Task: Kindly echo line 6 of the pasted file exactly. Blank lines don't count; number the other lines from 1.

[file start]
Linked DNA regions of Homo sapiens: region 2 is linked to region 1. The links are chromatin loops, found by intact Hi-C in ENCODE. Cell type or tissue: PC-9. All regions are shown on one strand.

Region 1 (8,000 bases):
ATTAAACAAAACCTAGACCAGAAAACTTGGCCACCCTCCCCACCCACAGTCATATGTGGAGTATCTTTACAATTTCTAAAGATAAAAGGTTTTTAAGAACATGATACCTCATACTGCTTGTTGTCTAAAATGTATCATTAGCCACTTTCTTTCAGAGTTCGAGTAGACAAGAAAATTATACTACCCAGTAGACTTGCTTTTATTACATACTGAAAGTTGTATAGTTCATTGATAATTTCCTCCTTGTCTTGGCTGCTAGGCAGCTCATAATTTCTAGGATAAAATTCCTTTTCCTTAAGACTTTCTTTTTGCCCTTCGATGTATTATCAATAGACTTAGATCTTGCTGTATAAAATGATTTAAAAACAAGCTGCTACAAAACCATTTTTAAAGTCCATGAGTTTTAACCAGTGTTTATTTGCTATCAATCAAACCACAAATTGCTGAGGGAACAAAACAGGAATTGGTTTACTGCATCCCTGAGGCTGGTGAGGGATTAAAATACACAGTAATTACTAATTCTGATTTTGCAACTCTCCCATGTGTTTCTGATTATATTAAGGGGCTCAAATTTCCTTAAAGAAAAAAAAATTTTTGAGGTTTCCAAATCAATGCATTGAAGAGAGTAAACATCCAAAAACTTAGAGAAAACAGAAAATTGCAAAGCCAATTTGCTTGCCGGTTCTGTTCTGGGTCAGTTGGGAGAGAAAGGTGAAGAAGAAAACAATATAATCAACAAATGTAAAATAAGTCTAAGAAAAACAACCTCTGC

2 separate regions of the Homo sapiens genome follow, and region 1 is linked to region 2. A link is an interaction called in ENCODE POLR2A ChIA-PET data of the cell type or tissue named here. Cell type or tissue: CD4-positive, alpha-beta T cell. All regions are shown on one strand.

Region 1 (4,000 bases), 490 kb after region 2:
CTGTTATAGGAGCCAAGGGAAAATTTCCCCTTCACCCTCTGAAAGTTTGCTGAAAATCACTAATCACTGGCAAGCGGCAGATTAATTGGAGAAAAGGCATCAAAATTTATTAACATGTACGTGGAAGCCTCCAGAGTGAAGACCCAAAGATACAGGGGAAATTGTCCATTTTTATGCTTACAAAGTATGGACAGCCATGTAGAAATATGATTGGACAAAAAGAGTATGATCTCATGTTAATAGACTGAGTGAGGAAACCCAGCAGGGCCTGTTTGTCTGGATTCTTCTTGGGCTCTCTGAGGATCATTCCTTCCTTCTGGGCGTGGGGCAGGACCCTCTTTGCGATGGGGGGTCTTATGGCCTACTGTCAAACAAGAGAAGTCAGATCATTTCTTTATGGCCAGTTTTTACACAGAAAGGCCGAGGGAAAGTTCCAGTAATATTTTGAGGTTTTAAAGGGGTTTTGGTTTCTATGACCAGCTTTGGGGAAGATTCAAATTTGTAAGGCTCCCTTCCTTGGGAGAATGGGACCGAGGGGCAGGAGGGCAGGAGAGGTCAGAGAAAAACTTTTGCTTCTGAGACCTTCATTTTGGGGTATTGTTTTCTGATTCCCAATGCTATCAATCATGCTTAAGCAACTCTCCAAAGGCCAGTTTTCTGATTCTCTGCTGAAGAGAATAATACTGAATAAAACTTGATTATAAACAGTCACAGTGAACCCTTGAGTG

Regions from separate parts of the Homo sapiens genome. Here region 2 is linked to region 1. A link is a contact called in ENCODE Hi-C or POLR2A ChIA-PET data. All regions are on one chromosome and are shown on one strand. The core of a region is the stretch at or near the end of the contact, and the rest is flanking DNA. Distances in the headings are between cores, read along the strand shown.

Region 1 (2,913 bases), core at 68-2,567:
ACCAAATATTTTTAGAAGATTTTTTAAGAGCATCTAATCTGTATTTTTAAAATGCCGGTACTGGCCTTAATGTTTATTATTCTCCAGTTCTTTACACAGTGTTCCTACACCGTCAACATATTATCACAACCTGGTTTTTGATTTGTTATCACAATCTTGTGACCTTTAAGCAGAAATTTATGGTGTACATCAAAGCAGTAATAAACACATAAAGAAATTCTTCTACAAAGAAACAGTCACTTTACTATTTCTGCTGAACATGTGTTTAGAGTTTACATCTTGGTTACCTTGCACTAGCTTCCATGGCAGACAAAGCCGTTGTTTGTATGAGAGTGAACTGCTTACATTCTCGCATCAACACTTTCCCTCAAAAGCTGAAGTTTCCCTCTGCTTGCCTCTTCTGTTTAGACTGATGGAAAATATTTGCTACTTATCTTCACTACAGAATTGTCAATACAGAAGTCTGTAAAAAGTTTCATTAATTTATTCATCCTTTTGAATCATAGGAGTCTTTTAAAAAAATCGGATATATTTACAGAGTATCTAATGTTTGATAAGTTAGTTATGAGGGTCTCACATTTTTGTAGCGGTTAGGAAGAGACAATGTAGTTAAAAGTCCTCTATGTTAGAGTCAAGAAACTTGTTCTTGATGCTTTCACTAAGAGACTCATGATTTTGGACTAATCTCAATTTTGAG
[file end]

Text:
CTGTTATAGGAGCCAAGGGAAAATTTCCCCTTCACCCTCTGAAAGTTTGCTGAAAATCACTAATCACTGGCAAGCGGCAGATTAATTGGAGAAAAGGCATCAAAATTTATTAACATGTACGTGGAAGCCTCCAGAGTGAAGACCCAAAGATACAGGGGAAATTGTCCATTTTTATGCTTACAAAGTATGGACAGCCATGTAGAAATATGATTGGACAAAAAGAGTATGATCTCATGTTAATAGACTGAGTGAGGAAACCCAGCAGGGCCTGTTTGTCTGGATTCTTCTTGGGCTCTCTGAGGATCATTCCTTCCTTCTGGGCGTGGGGCAGGACCCTCTTTGCGATGGGGGGTCTTATGGCCTACTGTCAAACAAGAGAAGTCAGATCATTTCTTTATGGCCAGTTTTTACACAGAAAGGCCGAGGGAAAGTTCCAGTAATATTTTGAGGTTTTAAAGGGGTTTTGGTTTCTATGACCAGCTTTGGGGAAGATTCAAATTTGTAAGGCTCCCTTCCTTGGGAGAATGGGACCGAGGGGCAGGAGGGCAGGAGAGGTCAGAGAAAAACTTTTGCTTCTGAGACCTTCATTTTGGGGTATTGTTTTCTGATTCCCAATGCTATCAATCATGCTTAAGCAACTCTCCAAAGGCCAGTTTTCTGATTCTCTGCTGAAGAGAATAATACTGAATAAAACTTGATTATAAACAGTCACAGTGAACCCTTGAGTG